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Last Updated: Oct 03, 2019

Emergency Contraception In Brief!

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Dr. Ankita MittalGynaecologist • 13 Years Exp.MBBS, MS - Obstetrics & Gynaecology, DNB - Obstetrics & Gynecology, MNAMS, Fellowship in Minimally Invasive Gynaecological Surgery, ICOG - Certificate Course in Gynaecological Endoscopy
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As a gynaecologist, something that I really hate doing is medical termination of pregnancy. After all, I wanted to be a doctor to save lives, not to take one. Couples, at times unmarried young girls, come with unwanted pregnancies asking for medical help for termination of the same. I do understand how stressful the situation is and the associated confusion, worry and guilt.

According to the first national study of the incidence of abortion and unintended pregnancy in India, an estimated 15.6 million abortions were performed in the country in 2015 (this is the documented data, the actual figures must be much higher). This translates to an abortion rate of 47 per 1,000 women aged 15–49 years. 1 Though India was the first country in the world to launch a National Programme for Family Planning in 1952, more than 6 decades later the unmet need for modern methods of contraception* was still as high as 20.4% in 2015.2

No contraceptive method is absolutely foolproof but it is strongly recommended to use a modern contraceptive method regularly. Yet the majority of couples at some point of time have faced the grim situation when they either didn’t use a contraceptive in the heat of the moment or the contraception that they had been using failed and the act of pleasure ended up giving a lot more headache than they had asked for. And then the lady would wait for her periods (never wanting them as badly as in that cycle) and in case she would miss them then the management of an unwanted pregnancy- either by termination or by continuing with it halfheartedly would follow. A termination besides causing physical discomfort and carrying its own inherent medical risks also causes a lot of mental stress, emotional disturbances and disrupted family life. Instead of leaving everything to nature isn’t it better to be more proactive and opt for “EMERGENCY CONTRACEPTION”. I was going through the patient information leaflet by the NHS for emergency contraception and found it pretty useful, hence sharing the important information from the same.3

What is emergency contraception?

It’s a contraceptive which can prevent pregnancy after unprotected sex or if the contraception you have used has failed – for example, a condom has split or you have missed a pill.

What are the options available for emergency contraception?

  1. Emergency contraceptive pill (the “morning after” pill) which can be either a tablet of Levonorgesterol 0.75 mg (common brand names: I pill, Unwanted 72, etc.) or a tablet of Ulipristal acetate 30 mg (its availability for this purpose is still an issue in the Indian market)
  2. Intrauterine contraceptive device (IUD or “the coil”, commonly available as Cu- T, Multiload, Mirena, etc.)

Some quick facts about emergency contraception:

  • You need to take the emergency contraceptive pill within 3 days (Levonorgesterol, 0.75 mg- single dose) or 5 days (Ulipristal acetate, 30 mg- single dose) of unprotected sex for it to be effective – the sooner you take it, the more effective it'll be.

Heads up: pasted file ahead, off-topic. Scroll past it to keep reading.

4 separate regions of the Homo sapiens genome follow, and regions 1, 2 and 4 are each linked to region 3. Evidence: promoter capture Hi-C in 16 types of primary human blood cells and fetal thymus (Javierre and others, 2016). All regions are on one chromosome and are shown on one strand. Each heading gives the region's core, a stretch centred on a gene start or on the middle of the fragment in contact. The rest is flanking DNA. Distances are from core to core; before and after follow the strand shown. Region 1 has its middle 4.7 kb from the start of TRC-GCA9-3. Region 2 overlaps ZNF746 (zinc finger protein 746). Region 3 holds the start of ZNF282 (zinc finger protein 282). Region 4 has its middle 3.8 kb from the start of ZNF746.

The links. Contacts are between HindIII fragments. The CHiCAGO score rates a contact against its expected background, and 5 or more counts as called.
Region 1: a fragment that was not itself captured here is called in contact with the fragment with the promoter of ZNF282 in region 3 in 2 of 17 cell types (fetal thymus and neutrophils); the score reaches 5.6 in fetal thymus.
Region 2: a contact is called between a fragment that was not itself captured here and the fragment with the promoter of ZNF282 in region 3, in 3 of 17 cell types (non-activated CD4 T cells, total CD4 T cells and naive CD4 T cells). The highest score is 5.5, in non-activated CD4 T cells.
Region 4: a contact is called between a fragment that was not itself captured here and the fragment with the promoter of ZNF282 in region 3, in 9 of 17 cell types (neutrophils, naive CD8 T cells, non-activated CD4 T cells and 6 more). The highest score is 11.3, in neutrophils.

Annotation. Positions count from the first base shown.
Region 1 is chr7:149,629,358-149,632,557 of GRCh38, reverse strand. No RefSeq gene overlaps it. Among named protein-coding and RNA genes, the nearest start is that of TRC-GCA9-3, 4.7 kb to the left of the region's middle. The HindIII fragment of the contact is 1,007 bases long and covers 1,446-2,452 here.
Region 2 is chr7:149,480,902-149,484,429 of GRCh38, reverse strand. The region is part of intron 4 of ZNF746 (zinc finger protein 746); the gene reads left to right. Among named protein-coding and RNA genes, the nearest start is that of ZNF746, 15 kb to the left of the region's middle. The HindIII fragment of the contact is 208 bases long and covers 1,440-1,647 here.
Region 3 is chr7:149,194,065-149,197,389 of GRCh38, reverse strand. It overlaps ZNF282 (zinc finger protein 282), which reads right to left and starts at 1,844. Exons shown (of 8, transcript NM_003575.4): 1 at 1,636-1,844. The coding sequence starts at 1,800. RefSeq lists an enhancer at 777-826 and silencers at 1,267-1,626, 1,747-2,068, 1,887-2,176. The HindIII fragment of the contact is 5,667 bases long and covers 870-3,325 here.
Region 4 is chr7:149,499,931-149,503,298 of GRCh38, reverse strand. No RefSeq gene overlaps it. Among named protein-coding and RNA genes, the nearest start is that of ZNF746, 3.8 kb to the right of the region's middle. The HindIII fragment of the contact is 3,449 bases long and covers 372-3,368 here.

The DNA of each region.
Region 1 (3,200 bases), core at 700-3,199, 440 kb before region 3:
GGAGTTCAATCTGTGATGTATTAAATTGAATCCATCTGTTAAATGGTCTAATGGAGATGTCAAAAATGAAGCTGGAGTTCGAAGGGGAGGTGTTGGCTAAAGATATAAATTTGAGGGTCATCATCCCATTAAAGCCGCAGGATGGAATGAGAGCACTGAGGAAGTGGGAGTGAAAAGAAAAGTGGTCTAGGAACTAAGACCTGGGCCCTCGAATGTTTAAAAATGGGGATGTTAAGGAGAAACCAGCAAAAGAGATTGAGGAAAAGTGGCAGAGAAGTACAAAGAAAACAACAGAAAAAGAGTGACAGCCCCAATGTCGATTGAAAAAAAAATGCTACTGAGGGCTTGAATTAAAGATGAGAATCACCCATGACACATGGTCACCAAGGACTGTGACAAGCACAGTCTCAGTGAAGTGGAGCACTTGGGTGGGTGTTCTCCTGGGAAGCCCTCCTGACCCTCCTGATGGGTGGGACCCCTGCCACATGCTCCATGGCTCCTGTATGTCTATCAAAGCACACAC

• The IUD can be fitted up to 5 days after unprotected sex, or up to 5 days after the earliest time you could have ovulated, for it to be effective.
  • The IUD is more effective than the contraceptive pill at preventing pregnancy – less than 1% of women who use the IUD get pregnant.
  • Taking the emergency contraceptive pills can give you a headache or tummy pain, your breasts can feel heavier and more tender, you can feel nauseated or you might actually puke, your acne can worsen and you can have mood swings.
  • The emergency contraceptive pill can make your next period come earlier, later or more painful than usual.
  • If you're sick (vomit) within 2 hours of taking the levonorgesterol tablet or 3 hours of taking ulipristal acetate, go to your GP, pharmacist or gynecologist, as you'll need to take another dose or have an IUD fitted.
  • If you use the IUD as emergency contraception, it can be left in and used as your regular contraceptive method.
  • If you use the IUD as a regular method of contraception, it can make your periods longer, heavier or more painful.
  • You may feel some discomfort when the IUD is put in, but painkillers can help.
  • There are no serious side effects of using emergency contraception.
  • Emergency contraception doesn't cause an abortion.

So that’s a brief summary about emergency contraception. Though quite effective it still doesn’t ensure you cent percent that you won’t conceive- you might still end up having an unwanted pregnancy. But at least you play your best card and decrease the chances of getting pregnant by opting for emergency contraception. Also, the pills should not be exploited and should be used only as an “emergency” and not as a habit or in place of a regular contraceptive.

So let us all show some more maturity and the next time you end up having unprotected sex, don’t panic but act wisely and go for an emergency contraceptive ASAP!

In case you have a concern or query you can always consult a specialist & get answers to your questions!

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